Cultivating 2 habits in your 30s can boost mental health in old age

The decisions you make in your 20s and 30s can improve your chances of aging well—without the help of biohacking or antiaging therapies. But aging well isn’t just about your physical health—it’s also about your mental health.

Some research suggests that older adults see depressive symptoms as a “normal part” of aging, says Courtney Millar, a research fellow at Harvard Medical School. As a result, they may prioritize emotional well-being over their physical health. Knowing this, Millar investigated the relationship between depressive symptoms and age-related conditions such as frailty.

Millar and her colleagues analyzed nearly 11 years of data, including 1,701 study participants. At the time of the study, the participants were about 58 years old. Over the years, they have answered questions about their diet and mental health. The researchers also assessed their physical health at the beginning and end of the study.

Scientists have found that people who eat inflammatory foods have a greater risk of frailty, a clinical syndrome characterized by deterioration of physical and cognitive health. The association was even stronger among people with depressive symptoms. The results were published in Journals of gerontology in July.

The evidence suggests that taking steps to protect your mental health and eating anti-inflammatory foods are two important things you can do to prepare your body for old age. It is possible that both practices can help strengthen the other.

“If you’re improving your mental health, you’re more likely to be physically active and likely to make better food choices,” explains Millar. But it goes both ways, she adds.

“If you don’t prioritize physical activity, you may not be getting all those endorphins from regular cardio, which can affect your mental well-being,” she says.

Mental health and inflammation

Because people with symptoms of depression tend to have higher levels of inflammation, Millar’s team believes that adding dietary inflammation to the mix may contribute to the development of frailty.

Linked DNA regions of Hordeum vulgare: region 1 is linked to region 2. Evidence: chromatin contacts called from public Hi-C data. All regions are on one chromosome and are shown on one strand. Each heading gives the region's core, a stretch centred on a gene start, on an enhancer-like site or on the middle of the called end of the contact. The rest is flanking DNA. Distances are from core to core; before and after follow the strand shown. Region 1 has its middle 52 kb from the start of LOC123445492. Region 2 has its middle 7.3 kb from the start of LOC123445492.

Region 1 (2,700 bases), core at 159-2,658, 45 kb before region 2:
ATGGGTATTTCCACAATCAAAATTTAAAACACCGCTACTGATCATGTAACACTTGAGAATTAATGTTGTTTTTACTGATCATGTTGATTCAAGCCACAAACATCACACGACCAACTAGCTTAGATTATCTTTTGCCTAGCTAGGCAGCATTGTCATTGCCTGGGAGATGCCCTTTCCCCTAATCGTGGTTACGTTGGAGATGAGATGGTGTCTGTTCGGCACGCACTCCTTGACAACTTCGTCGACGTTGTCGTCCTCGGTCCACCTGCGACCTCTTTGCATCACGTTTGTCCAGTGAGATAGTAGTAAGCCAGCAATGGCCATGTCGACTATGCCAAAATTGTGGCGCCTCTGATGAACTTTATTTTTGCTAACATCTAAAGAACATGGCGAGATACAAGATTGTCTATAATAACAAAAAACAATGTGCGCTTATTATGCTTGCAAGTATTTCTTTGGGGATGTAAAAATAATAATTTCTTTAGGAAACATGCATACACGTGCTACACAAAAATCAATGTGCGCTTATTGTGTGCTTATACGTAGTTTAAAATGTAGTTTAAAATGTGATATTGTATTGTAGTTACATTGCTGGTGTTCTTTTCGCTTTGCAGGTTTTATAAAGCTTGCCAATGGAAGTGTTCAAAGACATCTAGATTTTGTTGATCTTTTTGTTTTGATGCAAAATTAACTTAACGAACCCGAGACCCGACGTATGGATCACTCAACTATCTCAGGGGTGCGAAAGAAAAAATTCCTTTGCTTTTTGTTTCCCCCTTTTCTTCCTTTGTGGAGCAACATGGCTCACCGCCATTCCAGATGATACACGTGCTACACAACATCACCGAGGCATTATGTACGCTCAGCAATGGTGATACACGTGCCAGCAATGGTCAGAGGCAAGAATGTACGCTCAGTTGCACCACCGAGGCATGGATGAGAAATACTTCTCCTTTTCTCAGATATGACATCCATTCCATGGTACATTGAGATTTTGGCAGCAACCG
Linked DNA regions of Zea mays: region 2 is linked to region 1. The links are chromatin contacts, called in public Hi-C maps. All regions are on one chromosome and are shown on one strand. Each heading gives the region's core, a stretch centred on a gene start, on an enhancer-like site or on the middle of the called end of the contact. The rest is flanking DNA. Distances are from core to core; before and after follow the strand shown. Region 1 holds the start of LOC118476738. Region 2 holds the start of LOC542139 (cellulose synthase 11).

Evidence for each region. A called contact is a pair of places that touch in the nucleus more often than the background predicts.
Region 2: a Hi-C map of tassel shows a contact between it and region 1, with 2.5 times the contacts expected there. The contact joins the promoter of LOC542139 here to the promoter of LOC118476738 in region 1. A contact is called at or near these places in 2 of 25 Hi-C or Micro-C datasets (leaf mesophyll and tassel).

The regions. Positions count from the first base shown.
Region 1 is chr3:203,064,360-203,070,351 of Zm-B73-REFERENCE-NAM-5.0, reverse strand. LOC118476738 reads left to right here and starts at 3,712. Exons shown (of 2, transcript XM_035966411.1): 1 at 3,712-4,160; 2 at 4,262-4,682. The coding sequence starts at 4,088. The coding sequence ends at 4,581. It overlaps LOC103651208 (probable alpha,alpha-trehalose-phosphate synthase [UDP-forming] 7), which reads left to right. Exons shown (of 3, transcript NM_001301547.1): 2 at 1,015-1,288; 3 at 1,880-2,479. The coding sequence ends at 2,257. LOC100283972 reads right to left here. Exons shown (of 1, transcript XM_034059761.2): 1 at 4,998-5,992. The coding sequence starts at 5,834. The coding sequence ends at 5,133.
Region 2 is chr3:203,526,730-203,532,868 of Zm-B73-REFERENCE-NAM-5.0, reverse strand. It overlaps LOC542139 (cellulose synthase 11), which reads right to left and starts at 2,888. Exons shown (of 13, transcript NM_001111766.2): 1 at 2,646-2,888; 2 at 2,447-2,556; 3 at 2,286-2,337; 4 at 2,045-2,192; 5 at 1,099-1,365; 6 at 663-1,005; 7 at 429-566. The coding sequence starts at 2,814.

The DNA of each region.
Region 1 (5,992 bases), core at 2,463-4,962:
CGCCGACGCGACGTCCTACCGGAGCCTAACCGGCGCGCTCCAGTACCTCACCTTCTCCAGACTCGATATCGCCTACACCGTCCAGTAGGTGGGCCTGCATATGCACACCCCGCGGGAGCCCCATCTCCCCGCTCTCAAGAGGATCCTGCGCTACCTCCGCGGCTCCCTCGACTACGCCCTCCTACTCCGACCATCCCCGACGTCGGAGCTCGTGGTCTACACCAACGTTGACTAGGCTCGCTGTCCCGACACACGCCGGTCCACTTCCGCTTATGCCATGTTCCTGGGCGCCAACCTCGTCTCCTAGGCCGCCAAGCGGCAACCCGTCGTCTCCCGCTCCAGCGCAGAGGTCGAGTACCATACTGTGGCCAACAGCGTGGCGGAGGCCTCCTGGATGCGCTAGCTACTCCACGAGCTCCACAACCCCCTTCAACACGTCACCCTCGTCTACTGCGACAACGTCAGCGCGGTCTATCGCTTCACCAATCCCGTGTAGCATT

Research suggests that inflammation plays a role in the development of depressive symptoms. Activation of the immune system leads to inflammation. When a finger is cut, acute inflammation occurs – due to this, redness and swelling are observed. Chronic inflammation can last for years and contributes to diseases such as cardiovascular disease and cancer.

People with depression tend to have immunological changes associated with inflammation. Meanwhile, antidepressants can reduce inflammation. But that’s not a universal scenario: A 2022 study found that while inflammatory diseases can contribute to depression, some people with depression don’t have elevated levels of inflammation.

Scientists are still investigating this connection. There is also evidence that depression can lead to inflammation.

“It’s another chicken-or-the-egg scenario,” says Millar.

Anti-inflammatory diet and healthy aging

A naturally bright diet is often healthy. Getty Images

After all, research shows that an anti-inflammatory diet can help delay frailty — meaning that to live well later in life, you can start by eating right now.

“Young and middle-aged adults should try to eat foods rich in antioxidants,” says Millar.

“A good rule of thumb is to try to eat a variety of foods,” she says. “A significant amount of the pigments that color our fruit are actually antioxidants.”

Examples of foods with antioxidants include tomatoes, berries, and dark leafy greens like kale, spinach, bok choy, and broccoli. Fermentation also increases the antioxidant properties of foods.

In a previous study, Millar also found a link between following a Mediterranean diet and reducing the likelihood of frailty. One of the key features of the Mediterranean diet is its emphasis on eating a variety of fruits, vegetables, and fruit and nut oils.

Overall, these studies suggest that diet should be a priority for maintaining physical and mental health in old age, Millar says.

“Mental health is another piece of the healthy aging puzzle,” she explains. “I know it can be overwhelming to add one more item to the list, but focusing on it can be the missing link.”

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